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McGehee intent on giving quality at-bats

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ATLANTA -- Throughout his home-run drought, Casey McGehee stayed true to his hitting approach and maintained his sense of humor.

After blasting a two-run homer off Tim Lincecum in Miami's 3-2 win over the Giants on Sunday at Marlins Park, McGehee reminded that he entered the game with two stolen bases and one home run.

McGehee's shot to left at Marlins Park snapped a spell of 232 at-bats without a homer, the longest long-ball drought of his career.

All season, McGehee noted that he was focused on hitting the ball hard, and striving for productive at-bats. What he's been doing has worked. McGehee has 56 RBIs, and he's batting .322, while providing protection in the cleanup spot for Giancarlo Stanton.

"Obviously, for the sake of the back of a baseball card, it looks good to have some homers and stuff," McGehee said on Monday. "It really doesn't bother me."

McGehee is showing how production can come in ways other than simply home runs.

Still, to drive in as many runs with just two home runs is unusual. No other big leaguer with as few as two home runs this season has driven in 40 or more runs.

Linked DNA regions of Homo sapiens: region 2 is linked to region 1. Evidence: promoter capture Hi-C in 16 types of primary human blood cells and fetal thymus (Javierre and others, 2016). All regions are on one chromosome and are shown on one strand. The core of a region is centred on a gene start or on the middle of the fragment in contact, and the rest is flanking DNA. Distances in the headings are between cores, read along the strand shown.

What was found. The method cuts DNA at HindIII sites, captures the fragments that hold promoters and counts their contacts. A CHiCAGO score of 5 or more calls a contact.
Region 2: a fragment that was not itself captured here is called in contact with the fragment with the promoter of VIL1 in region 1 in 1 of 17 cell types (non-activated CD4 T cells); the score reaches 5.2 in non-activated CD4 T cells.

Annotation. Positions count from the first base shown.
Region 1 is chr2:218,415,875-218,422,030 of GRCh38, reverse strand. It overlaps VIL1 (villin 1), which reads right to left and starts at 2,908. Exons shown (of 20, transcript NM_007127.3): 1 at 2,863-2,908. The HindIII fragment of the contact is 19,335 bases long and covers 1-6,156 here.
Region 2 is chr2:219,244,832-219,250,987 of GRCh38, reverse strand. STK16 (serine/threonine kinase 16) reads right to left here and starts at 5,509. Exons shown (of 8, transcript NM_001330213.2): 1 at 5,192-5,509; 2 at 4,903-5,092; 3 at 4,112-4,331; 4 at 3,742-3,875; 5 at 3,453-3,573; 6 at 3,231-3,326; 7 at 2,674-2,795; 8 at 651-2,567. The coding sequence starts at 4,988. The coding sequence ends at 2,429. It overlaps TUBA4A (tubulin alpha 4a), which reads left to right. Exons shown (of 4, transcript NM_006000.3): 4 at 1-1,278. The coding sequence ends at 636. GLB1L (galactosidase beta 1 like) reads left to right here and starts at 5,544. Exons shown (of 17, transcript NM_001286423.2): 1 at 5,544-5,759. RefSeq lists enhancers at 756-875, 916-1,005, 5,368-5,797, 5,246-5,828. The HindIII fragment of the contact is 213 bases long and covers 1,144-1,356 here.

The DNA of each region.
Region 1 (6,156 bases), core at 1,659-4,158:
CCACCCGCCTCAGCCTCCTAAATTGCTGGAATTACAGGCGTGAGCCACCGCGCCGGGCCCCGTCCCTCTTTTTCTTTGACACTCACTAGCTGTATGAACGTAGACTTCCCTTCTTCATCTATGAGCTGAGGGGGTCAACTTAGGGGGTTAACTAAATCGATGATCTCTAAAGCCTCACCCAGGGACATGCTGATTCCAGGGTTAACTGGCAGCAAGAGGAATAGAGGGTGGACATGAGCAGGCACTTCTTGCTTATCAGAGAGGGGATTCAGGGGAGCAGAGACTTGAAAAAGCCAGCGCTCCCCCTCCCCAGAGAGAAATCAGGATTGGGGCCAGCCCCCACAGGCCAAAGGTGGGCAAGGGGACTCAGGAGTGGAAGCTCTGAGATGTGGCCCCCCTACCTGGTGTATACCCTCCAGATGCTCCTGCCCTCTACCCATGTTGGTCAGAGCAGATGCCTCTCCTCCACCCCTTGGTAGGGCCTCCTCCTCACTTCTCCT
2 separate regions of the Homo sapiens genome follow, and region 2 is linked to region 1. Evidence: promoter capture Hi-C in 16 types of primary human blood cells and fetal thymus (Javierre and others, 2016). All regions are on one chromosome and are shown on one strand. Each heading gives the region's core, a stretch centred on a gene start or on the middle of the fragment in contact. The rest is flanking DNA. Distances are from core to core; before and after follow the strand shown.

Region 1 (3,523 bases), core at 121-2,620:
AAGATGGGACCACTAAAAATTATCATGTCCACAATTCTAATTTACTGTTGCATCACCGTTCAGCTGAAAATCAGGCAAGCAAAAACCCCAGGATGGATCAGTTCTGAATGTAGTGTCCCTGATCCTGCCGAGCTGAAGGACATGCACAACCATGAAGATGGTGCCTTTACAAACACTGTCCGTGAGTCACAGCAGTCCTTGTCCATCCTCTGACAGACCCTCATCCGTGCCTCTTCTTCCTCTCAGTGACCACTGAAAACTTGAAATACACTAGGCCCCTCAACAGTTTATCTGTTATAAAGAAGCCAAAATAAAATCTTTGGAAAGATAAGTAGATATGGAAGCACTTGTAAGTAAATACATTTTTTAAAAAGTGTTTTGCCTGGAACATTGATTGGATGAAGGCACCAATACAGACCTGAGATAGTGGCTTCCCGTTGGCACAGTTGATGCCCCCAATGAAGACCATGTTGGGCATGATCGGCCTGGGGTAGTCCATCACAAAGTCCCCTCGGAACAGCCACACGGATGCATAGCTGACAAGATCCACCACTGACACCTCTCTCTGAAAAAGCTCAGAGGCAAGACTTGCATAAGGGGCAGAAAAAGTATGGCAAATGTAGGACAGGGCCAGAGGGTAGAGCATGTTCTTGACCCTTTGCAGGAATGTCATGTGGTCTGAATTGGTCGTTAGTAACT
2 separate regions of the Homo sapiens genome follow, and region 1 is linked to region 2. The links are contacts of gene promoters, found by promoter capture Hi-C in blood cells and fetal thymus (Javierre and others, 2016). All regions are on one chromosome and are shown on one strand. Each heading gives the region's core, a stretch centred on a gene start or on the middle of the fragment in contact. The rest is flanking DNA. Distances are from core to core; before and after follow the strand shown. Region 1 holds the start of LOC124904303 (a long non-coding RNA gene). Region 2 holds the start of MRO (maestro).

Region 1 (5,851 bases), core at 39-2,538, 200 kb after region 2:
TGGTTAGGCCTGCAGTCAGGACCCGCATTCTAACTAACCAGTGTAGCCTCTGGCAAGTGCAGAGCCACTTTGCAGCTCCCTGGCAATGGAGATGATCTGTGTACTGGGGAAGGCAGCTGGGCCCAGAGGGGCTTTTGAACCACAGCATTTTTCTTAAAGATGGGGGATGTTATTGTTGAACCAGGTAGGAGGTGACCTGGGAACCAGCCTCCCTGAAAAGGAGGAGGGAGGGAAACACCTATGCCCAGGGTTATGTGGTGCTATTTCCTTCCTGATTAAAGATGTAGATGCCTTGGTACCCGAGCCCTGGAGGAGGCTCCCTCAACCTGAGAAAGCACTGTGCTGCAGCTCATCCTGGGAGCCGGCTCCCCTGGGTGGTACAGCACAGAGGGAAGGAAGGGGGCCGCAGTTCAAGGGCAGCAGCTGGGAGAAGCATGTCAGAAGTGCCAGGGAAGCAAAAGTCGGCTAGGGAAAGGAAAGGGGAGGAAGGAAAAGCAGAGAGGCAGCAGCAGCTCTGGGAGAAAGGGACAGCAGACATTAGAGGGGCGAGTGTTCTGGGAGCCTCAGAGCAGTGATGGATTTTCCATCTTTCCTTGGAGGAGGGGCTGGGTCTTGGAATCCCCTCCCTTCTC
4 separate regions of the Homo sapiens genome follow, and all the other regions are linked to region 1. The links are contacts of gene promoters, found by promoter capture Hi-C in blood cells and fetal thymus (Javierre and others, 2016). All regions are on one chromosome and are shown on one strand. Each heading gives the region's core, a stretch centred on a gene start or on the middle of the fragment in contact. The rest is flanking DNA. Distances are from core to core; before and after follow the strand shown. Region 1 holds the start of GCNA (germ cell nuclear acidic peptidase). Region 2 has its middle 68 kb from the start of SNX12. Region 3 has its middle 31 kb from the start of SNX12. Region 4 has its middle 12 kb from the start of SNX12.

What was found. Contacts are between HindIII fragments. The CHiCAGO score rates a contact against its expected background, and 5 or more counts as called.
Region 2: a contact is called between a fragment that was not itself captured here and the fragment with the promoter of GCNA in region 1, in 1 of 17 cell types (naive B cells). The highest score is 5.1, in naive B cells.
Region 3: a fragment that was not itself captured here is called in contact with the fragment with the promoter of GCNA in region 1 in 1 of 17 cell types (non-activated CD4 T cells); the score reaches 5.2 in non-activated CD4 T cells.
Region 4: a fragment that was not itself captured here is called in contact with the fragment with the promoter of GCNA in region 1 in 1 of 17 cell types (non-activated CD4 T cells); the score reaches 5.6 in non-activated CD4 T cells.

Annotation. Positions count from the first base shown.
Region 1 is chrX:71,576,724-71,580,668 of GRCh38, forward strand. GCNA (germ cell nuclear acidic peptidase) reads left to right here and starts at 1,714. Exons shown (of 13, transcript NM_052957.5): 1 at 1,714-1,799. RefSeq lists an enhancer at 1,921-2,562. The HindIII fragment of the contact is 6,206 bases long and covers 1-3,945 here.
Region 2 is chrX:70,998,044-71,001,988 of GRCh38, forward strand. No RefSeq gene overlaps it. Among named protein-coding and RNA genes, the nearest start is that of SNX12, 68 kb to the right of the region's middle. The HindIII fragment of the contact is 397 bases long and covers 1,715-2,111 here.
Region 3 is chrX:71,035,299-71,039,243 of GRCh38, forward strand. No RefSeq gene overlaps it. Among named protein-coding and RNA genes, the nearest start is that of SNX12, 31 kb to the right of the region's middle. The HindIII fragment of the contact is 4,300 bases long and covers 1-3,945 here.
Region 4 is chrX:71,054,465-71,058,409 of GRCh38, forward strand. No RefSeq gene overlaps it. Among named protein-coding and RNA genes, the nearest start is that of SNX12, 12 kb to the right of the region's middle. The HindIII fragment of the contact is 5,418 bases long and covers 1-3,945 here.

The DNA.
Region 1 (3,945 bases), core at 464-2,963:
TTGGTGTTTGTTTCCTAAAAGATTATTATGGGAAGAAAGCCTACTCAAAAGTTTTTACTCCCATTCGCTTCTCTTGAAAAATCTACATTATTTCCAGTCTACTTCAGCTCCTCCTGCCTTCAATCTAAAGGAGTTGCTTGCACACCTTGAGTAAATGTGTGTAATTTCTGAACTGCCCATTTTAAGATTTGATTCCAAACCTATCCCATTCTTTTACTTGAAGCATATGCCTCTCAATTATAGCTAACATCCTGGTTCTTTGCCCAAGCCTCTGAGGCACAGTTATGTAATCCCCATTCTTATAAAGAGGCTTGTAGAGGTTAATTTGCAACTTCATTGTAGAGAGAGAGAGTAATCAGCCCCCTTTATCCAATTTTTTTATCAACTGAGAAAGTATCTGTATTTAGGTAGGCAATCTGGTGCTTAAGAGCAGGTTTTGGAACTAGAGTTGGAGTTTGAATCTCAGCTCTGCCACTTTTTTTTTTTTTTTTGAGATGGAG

Hitting coach Frank Menechino has stayed on McGehee to keep a line-drive approach, while not trying to force home runs.

"Every day in the cage, Frank has reminded me," McGehee said. "He's been really, really good."

It's rare for players to drive in as many as 90 runs while hitting 10 or fewer homers. Tommy Herr in 1985 finished with eight homers and 110 RBIs. Paul Molitor in 1996 connected on nine homers with 113 RBIs, and Tony Gwynn hit nine homers and drove in 90 in 1995.

"There's a time and a place for the three-run homer," McGehee said. "Of course, you'd love to have them. There's also a time and a place to keep the line moving, and take what the pitcher gives you.

"There's nothing wrong with the home runs. I'll take them when they come. But it doesn't bother me."

Joe Frisaro is a reporter for MLB.com. He writes a blog, called The Fish Pond. Follow him on Twitter Less

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